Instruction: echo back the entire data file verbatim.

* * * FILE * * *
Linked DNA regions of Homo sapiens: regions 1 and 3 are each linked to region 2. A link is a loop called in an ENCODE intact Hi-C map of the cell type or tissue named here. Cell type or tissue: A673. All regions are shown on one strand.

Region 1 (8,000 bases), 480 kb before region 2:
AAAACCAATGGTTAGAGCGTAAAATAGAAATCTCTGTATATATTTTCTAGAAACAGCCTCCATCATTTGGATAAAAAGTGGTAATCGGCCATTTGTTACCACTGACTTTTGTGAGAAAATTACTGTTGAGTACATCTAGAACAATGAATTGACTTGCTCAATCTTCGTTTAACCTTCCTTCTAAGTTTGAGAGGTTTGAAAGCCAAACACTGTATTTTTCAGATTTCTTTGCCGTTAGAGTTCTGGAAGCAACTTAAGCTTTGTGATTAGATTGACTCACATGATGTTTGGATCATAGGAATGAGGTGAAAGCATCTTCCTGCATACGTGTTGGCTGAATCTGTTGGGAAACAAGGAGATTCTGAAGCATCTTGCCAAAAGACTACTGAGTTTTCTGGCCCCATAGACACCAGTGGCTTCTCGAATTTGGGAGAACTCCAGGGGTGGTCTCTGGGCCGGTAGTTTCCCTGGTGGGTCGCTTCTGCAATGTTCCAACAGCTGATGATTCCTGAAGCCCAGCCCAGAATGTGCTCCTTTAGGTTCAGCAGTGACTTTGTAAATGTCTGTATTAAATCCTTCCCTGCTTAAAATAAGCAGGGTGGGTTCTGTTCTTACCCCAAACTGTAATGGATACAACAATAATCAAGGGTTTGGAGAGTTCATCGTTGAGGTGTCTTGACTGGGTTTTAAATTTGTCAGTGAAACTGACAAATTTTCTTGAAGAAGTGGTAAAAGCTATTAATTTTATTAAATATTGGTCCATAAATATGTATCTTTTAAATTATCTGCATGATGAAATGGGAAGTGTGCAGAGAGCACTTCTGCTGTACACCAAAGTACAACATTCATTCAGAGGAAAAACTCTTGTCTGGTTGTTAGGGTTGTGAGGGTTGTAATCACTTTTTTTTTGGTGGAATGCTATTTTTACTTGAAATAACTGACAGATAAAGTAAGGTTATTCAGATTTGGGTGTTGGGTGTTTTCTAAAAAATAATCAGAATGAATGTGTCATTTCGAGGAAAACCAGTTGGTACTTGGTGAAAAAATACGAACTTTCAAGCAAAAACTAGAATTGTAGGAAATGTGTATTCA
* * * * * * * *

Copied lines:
Linked DNA regions of Homo sapiens: regions 1 and 3 are each linked to region 2. A link is a loop called in an ENCODE intact Hi-C map of the cell type or tissue named here. Cell type or tissue: A673. All regions are shown on one strand.

Region 1 (8,000 bases), 480 kb before region 2:
AAAACCAATGGTTAGAGCGTAAAATAGAAATCTCTGTATATATTTTCTAGAAACAGCCTCCATCATTTGGATAAAAAGTGGTAATCGGCCATTTGTTACCACTGACTTTTGTGAGAAAATTACTGTTGAGTACATCTAGAACAATGAATTGACTTGCTCAATCTTCGTTTAACCTTCCTTCTAAGTTTGAGAGGTTTGAAAGCCAAACACTGTATTTTTCAGATTTCTTTGCCGTTAGAGTTCTGGAAGCAACTTAAGCTTTGTGATTAGATTGACTCACATGATGTTTGGATCATAGGAATGAGGTGAAAGCATCTTCCTGCATACGTGTTGGCTGAATCTGTTGGGAAACAAGGAGATTCTGAAGCATCTTGCCAAAAGACTACTGAGTTTTCTGGCCCCATAGACACCAGTGGCTTCTCGAATTTGGGAGAACTCCAGGGGTGGTCTCTGGGCCGGTAGTTTCCCTGGTGGGTCGCTTCTGCAATGTTCCAACAGCTGATGATTCCTGAAGCCCAGCCCAGAATGTGCTCCTTTAGGTTCAGCAGTGACTTTGTAAATGTCTGTATTAAATCCTTCCCTGCTTAAAATAAGCAGGGTGGGTTCTGTTCTTACCCCAAACTGTAATGGATACAACAATAATCAAGGGTTTGGAGAGTTCATCGTTGAGGTGTCTTGACTGGGTTTTAAATTTGTCAGTGAAACTGACAAATTTTCTTGAAGAAGTGGTAAAAGCTATTAATTTTATTAAATATTGGTCCATAAATATGTATCTTTTAAATTATCTGCATGATGAAATGGGAAGTGTGCAGAGAGCACTTCTGCTGTACACCAAAGTACAACATTCATTCAGAGGAAAAACTCTTGTCTGGTTGTTAGGGTTGTGAGGGTTGTAATCACTTTTTTTTTGGTGGAATGCTATTTTTACTTGAAATAACTGACAGATAAAGTAAGGTTATTCAGATTTGGGTGTTGGGTGTTTTCTAAAAAATAATCAGAATGAATGTGTCATTTCGAGGAAAACCAGTTGGTACTTGGTGAAAAAATACGAACTTTCAAGCAAAAACTAGAATTGTAGGAAATGTGTATTCA